Get a good job and other tips for writ­ers

The most im­por­tant part of ‘‘cre­ative writ­ing’’ isn’t cre­ative, writes

Otago Daily Times - - OPINION - Gina Bar­reca. Gina Bar­reca is an au­thor and a board of trustees dis­tin­guished pro­fes­sor of English lit­er­a­ture at Uni­ver­sity of Con­necti­cut.

Ihave an old friend who is start­ing a course in cre­ative writ­ing. I thought he could use some ad­vice and, be­cause I store writ­ing ad­vice the way dooms­day prep­pers store beef jerky, I thought I’d make an of­fer.

My first piece of ad­vice: The most im­por­tant part of ‘‘cre­ative writ­ing’’ isn’t cre­ative; you’re prob­a­bly dis­ap­pointed to hear this, but if you hear noth­ing else, this will serve.

Noth­ing is writ­ing ex­cept writ­ing. Hav­ing in­spired ideas about what you’d like to write, or vividly imag­in­ing your name in­side hard cov­ers, isn’t ac­tu­ally writ­ing.

If you can’t har­ness your cre­ativ­ity with dis­ci­pline, you’ll never achieve ex­cel­lence. Think of it this way: If some­body gave you a vi­olin, would you imag­ine your­self play­ing both pro­fes­sion­ally and im­me­di­ately be­cause you’ve al­ways deeply loved mu­sic? I bet you wouldn’t be­cause you’d have too much re­spect for the in­stru­ment.

Yet some peo­ple be­lieve that the thing they write should be ad­mired, widely read and per­haps given the Pulitzer be­cause they have spent years read­ing works sim­i­lar to what they’re try­ing to write. Why would we treat a mu­si­cal in­stru­ment with more def­er­ence than we treat lan­guage?

For those who re­mem­ber Shake­speare’s Ham­let, you’ll know that I’m fid­dling with a line when Ham­let re­bukes two of his aides for try­ing to play him emo­tion­ally as if he were a flute.

This leads me to piece of ad­vice No 2: If you don’t re­mem­ber your Shake­speare, or never read him in the first place, pick up the col­lected plays. If you don’t re­mem­ber your Dick­ens or your Dou­glass, your Brontes, Bald­win, At­wood or Smith, ditto. Read the great writ­ers and then read the pretty great ones. Take notes. Mem­o­rise your fa­vorite pas­sages. Make them your own.

You’re join­ing a con­ver­sa­tion that’s been go­ing on for thou­sands of years and you need to know where you fit in.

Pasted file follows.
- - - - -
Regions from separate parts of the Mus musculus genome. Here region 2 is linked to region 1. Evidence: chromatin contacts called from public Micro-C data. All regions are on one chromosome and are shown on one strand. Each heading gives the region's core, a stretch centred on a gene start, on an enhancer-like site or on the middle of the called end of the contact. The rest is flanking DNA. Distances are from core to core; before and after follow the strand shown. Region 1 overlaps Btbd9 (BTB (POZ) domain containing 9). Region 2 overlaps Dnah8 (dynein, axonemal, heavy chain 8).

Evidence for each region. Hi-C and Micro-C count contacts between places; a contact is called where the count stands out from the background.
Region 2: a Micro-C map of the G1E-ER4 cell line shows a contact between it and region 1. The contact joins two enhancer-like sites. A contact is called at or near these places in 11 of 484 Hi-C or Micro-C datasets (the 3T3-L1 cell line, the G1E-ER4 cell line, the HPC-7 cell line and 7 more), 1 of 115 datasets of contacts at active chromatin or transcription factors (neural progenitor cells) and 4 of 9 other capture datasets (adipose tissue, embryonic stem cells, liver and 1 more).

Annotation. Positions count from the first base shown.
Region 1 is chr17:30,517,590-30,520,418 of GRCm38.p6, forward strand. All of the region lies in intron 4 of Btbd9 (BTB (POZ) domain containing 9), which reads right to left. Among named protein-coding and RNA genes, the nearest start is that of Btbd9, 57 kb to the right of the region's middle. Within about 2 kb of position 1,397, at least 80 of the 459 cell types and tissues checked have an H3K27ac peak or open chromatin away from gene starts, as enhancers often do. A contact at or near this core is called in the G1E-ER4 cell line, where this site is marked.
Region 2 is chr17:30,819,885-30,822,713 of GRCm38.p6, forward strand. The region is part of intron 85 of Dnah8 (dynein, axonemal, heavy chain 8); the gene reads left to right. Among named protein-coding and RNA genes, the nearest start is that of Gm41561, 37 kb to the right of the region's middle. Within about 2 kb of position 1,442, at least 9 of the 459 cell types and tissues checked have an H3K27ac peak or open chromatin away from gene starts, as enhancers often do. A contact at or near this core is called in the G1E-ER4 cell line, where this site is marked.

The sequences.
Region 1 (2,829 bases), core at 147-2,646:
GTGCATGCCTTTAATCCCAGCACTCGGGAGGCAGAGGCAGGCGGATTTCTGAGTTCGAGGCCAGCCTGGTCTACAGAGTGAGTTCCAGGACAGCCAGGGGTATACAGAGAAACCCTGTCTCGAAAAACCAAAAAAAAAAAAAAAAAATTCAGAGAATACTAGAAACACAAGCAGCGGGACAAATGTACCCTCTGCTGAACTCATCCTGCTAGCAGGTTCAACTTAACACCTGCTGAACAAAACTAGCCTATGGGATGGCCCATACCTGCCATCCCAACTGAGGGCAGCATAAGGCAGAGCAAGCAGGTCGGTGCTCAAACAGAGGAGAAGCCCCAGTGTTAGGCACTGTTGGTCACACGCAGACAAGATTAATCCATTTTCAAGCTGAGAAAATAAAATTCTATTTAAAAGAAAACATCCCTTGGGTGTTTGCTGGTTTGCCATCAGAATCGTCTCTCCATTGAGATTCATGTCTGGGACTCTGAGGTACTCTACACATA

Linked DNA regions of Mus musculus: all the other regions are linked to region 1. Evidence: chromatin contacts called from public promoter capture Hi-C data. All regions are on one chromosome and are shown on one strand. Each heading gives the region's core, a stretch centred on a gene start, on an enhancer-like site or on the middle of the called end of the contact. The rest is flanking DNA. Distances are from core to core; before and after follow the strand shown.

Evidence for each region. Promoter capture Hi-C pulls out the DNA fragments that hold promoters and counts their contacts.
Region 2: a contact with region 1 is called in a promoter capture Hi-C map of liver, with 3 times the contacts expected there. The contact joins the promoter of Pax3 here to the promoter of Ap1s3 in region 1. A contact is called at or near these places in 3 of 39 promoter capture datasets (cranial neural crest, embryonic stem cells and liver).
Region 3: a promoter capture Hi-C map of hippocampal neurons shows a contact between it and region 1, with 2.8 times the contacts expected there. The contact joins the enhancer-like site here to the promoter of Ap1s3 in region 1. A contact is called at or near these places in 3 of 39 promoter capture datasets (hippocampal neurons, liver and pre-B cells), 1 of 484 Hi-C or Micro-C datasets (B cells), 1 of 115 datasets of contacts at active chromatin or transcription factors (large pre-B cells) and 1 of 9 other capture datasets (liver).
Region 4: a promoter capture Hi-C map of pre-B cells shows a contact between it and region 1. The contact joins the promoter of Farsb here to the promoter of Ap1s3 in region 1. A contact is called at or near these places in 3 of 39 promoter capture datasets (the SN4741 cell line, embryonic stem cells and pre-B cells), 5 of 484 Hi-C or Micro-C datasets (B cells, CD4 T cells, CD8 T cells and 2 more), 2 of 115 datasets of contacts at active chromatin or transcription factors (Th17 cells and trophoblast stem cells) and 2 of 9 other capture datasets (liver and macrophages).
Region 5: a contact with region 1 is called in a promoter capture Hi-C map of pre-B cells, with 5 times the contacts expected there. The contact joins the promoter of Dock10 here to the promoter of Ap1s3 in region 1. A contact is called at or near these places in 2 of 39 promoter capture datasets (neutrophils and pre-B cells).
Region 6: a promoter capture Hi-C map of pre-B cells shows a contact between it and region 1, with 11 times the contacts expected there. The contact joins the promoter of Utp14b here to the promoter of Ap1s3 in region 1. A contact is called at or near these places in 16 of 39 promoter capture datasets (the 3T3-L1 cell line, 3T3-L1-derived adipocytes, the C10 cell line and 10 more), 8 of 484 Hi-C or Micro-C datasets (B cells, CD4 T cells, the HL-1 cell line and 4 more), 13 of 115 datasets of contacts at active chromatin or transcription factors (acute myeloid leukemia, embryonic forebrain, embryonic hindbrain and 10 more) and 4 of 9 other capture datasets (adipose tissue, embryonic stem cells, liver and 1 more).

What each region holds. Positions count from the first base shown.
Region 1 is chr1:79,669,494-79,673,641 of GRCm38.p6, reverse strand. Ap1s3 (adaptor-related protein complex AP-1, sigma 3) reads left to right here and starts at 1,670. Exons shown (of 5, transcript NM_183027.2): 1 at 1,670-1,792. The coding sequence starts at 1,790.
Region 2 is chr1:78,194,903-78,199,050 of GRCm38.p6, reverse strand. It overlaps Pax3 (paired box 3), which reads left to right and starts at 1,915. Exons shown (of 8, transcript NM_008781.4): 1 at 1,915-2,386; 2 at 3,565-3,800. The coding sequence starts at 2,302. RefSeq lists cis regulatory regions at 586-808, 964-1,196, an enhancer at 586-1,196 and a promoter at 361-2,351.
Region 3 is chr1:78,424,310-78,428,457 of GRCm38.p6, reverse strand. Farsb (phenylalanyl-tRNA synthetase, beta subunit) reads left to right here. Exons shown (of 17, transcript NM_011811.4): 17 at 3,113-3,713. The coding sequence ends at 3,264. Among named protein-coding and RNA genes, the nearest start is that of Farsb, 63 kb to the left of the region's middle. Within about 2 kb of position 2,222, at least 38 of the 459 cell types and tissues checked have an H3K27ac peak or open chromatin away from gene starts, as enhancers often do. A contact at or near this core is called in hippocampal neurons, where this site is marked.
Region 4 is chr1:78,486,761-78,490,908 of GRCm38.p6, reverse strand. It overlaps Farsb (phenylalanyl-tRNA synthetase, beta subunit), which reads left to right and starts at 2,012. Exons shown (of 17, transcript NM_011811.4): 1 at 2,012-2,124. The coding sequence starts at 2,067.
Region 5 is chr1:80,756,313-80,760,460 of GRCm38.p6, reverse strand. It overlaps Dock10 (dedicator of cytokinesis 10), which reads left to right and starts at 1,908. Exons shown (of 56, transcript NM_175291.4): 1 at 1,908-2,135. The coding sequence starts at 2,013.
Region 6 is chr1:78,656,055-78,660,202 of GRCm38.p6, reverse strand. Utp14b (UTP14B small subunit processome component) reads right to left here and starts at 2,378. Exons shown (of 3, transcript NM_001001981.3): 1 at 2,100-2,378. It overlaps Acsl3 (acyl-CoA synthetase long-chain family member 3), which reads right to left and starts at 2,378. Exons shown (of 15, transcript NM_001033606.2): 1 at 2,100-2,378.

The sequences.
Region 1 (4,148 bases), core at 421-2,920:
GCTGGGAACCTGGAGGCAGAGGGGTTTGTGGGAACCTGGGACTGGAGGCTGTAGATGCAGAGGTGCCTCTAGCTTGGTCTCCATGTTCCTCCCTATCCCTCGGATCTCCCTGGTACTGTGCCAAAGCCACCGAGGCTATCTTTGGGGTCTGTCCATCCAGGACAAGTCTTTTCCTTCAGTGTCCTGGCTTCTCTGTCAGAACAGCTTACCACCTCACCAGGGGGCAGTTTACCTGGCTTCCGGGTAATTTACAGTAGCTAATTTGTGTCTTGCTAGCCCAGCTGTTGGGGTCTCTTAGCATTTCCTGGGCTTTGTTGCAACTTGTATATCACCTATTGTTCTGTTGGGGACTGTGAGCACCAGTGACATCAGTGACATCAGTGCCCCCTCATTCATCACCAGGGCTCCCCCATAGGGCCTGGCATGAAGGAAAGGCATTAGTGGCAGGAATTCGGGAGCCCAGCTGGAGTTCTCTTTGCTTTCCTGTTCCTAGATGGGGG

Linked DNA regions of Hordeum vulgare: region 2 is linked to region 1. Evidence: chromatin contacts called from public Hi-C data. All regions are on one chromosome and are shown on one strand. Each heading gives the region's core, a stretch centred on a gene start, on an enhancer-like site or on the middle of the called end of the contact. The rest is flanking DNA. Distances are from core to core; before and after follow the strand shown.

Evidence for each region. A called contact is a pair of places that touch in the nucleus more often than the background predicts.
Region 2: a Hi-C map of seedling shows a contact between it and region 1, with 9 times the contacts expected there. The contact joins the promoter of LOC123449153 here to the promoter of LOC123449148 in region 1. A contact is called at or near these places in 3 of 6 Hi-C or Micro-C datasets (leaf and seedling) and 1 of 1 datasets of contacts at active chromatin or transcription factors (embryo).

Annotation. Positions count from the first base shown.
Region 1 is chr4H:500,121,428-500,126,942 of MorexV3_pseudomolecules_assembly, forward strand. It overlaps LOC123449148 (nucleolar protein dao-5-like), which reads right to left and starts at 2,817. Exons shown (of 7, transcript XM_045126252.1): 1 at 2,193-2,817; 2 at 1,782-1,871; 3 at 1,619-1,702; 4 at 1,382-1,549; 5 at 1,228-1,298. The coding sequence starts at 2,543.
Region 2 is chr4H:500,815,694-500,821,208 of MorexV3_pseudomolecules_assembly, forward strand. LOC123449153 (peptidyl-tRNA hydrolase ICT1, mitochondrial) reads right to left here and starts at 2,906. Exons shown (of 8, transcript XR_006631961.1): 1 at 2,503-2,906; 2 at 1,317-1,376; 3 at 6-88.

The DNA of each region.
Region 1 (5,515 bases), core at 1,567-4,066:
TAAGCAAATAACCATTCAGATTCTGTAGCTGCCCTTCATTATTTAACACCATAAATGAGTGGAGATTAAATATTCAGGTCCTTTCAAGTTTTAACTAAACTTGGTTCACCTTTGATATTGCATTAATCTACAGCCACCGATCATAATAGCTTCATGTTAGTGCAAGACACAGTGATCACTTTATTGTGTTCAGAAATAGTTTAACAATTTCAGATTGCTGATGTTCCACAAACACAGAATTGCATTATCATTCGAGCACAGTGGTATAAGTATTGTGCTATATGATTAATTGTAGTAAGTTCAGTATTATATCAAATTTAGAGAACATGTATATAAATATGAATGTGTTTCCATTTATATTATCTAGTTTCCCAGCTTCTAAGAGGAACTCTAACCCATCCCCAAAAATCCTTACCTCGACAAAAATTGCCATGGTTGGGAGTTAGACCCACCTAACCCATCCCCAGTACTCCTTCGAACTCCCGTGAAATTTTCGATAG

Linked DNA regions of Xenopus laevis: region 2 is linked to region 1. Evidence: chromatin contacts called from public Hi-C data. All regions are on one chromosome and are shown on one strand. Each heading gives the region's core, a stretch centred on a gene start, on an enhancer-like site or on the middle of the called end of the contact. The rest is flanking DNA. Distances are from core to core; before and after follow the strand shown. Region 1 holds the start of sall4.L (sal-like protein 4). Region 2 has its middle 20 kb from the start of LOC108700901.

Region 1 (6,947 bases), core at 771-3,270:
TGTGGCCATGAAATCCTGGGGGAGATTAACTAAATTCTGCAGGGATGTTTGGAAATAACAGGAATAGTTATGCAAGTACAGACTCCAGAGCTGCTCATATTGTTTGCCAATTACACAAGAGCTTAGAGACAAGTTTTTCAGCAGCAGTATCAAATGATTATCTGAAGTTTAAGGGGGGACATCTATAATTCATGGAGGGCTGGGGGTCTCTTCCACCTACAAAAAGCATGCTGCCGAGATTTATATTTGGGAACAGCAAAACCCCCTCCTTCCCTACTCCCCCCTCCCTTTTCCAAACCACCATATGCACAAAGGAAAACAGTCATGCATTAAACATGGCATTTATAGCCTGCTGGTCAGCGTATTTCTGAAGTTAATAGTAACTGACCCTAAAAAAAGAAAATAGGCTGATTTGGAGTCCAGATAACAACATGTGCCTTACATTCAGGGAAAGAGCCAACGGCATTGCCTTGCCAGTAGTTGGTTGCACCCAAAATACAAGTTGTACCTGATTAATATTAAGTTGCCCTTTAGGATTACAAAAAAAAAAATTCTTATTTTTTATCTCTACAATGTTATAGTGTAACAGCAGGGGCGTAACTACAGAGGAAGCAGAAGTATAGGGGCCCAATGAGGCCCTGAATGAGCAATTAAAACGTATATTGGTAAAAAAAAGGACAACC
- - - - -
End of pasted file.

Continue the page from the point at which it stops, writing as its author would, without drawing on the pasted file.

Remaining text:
Good writ­ing is an echo with edge. The best writ­ing is a re­flec­tion, a rep­e­ti­tion with a dif­fer­ence, of the deep ini­tial dis­rup­tions re­peated through­out time. It’s your busi­ness as a writer to know where your echo orig­i­nated.

My third piece of ad­vice is to pay at­ten­tion to ev­ery­thing that goes on, good and bad, and to write it down. No great work of art ever came out of a gen­eral idea. It came out of one im­age, one sen­tence over­heard on a bus, one ex­change that hap­pened 20

❛ Good writ­ing is an echo with edge. The best writ­ing is a re­flec­tion, a rep­e­ti­tion with

a dif­fer­ence, of the deep ini­tial dis­rup­tions re­peated

through­out time.

years ago that you never for­got.

Only the spe­cific can be univer­sal. You can’t be­gin a piece of writ­ing by say­ing, ‘‘This will have all the sto­ries.’’ No one piece of writ­ing meets your full daily re­quire­ments for lit­er­ary con­tent. It’s not like a mul­ti­vi­ta­min, and there aren’t la­bels on art say­ing ‘‘po­etic con­tent: 8%; sug­ary con­tent: 22%; salty con­tent: 28%’’ etc. At least — not yet.

Read­ers want to know why they should stay on your page. The first thing any­body wants to know is ‘‘What’s it about?’’ even if what they’re go­ing to read is a haiku. We want to know what we’re read­ing in the same way we like to know what we’re go­ing to be served be­fore the plate is set down in front of us. The ad­mo­ni­tion, ‘‘Just start, you’ll like it,’’ is fol­lowed by the un­spo­ken threat — ‘‘or else.’’

Here’s No 4: No piece of writ­ing, just like no per­son’s life­time, is ever re­ally fin­ished. There is, how­ever, a mo­ment when it’s done. You can pound it on the chest all you want but noth­ing is go­ing to hap­pen. The best thing to do is to leave it for oth­ers to dis­sect.

No 5: If you’re writ­ing for the money, don’t. Al­most ev­ery suc­cess­ful writer I know has either kept his or her day job, in­her­ited money or mar­ried money. From what I know, the last two are tougher ways to se­cure health in­sur­ance. So while I’m all for fol­low­ing your bliss, I’d put it this way: Fol­low your bliss, but first make sure you have den­tal.

Fi­nally, No 6: Don’t give into the voices say­ing you don’t have time to write. You’ll never be able to say ‘‘Now I will sit down and cre­ate art.’’ But you can al­most al­ways say ‘‘I have a piece of pa­per, and a writ­ing in­stru­ment, and now I will work.’’

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PHOTO: GETTY IMAGES

If you can’t har­ness your cre­ativ­ity with dis­ci­pline, you’ll never achieve ex­cel­lence.

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